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Every town it seems has that one house, that one neighborhood that goes all out for Halloween. In Malden, it’s Bainbridge Street.
“I’ve been doing this for about 20 years now,” Maryann Spinney says. She began when she was living on Beach Street. “I think because it was my husband’s favorite holiday. So I really got into it,” she says. Ernest, “He’s gone about 16 years now … He said Halloween was more fun. I think it was because of the kids. He liked to see the smile on their faces. And their costumes. He got the biggest kick out of that.”
“I make my characters,” Spinney says of the foam heads she costumes in clothing from Goodwill, many of which remained in storage this year because of Hurricane Sandy. “I don’t buy them because I like making my own thing. I don’t like to be like anybody else.”
When her daughter and son-in-law Evelyn and Mark Anzalone moved to Bainbridge 16 years ago, they transplanted the family tradition there. A couple years after her husband died, Spinney moved to Bainbridge too and joined in. Over the past five or six years, more and more neighbors have gotten into the act. Michelle Corbett, who often turns her yard across the street into a haunted trail (Hurricane Sandy washed out this year’s plans), says, “I guess you could say it’s a friendly competition.”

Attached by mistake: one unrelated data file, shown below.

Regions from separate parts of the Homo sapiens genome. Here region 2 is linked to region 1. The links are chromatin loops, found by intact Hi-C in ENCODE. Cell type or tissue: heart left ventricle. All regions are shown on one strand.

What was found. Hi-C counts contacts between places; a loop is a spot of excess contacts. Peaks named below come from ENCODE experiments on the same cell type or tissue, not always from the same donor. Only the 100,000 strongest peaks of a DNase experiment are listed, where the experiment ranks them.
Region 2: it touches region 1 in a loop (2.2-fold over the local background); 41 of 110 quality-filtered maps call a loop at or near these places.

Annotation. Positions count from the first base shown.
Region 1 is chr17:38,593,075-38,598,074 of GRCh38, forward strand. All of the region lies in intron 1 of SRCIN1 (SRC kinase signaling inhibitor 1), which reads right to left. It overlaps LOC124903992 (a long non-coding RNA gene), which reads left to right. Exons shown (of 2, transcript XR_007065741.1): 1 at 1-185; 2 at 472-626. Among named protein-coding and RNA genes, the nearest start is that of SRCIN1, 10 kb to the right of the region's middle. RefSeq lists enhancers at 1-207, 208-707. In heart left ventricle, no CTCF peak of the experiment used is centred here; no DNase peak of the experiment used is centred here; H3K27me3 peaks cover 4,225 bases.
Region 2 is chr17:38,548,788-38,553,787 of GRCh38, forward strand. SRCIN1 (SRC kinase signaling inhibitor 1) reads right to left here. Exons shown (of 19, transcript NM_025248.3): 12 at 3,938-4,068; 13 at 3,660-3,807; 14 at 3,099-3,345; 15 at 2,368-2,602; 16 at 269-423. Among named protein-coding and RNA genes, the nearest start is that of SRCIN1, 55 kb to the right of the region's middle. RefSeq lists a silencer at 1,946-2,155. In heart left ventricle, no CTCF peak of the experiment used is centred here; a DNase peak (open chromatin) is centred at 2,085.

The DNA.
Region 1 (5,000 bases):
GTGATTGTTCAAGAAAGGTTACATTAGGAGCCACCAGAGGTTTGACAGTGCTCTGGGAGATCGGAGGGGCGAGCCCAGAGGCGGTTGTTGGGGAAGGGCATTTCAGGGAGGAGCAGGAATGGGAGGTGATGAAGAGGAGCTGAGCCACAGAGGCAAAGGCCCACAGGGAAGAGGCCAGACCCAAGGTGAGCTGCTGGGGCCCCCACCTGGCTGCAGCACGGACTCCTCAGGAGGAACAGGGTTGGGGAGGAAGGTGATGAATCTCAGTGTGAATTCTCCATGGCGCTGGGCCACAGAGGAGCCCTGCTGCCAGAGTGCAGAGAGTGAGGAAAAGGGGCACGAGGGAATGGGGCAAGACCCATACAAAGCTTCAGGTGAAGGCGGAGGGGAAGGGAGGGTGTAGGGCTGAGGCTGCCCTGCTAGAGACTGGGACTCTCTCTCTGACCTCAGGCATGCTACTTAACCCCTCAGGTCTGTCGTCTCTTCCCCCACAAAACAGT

And it's an oldtimey way of being neighborly. “Nobody does anything, nobody knows anybody anymore, nobody knows their neighbors,” Mark Anzalone explains.
He adds, “We start Christmas decorations next week.”
This program aired on October 31, 2012. The audio for this program is not available.
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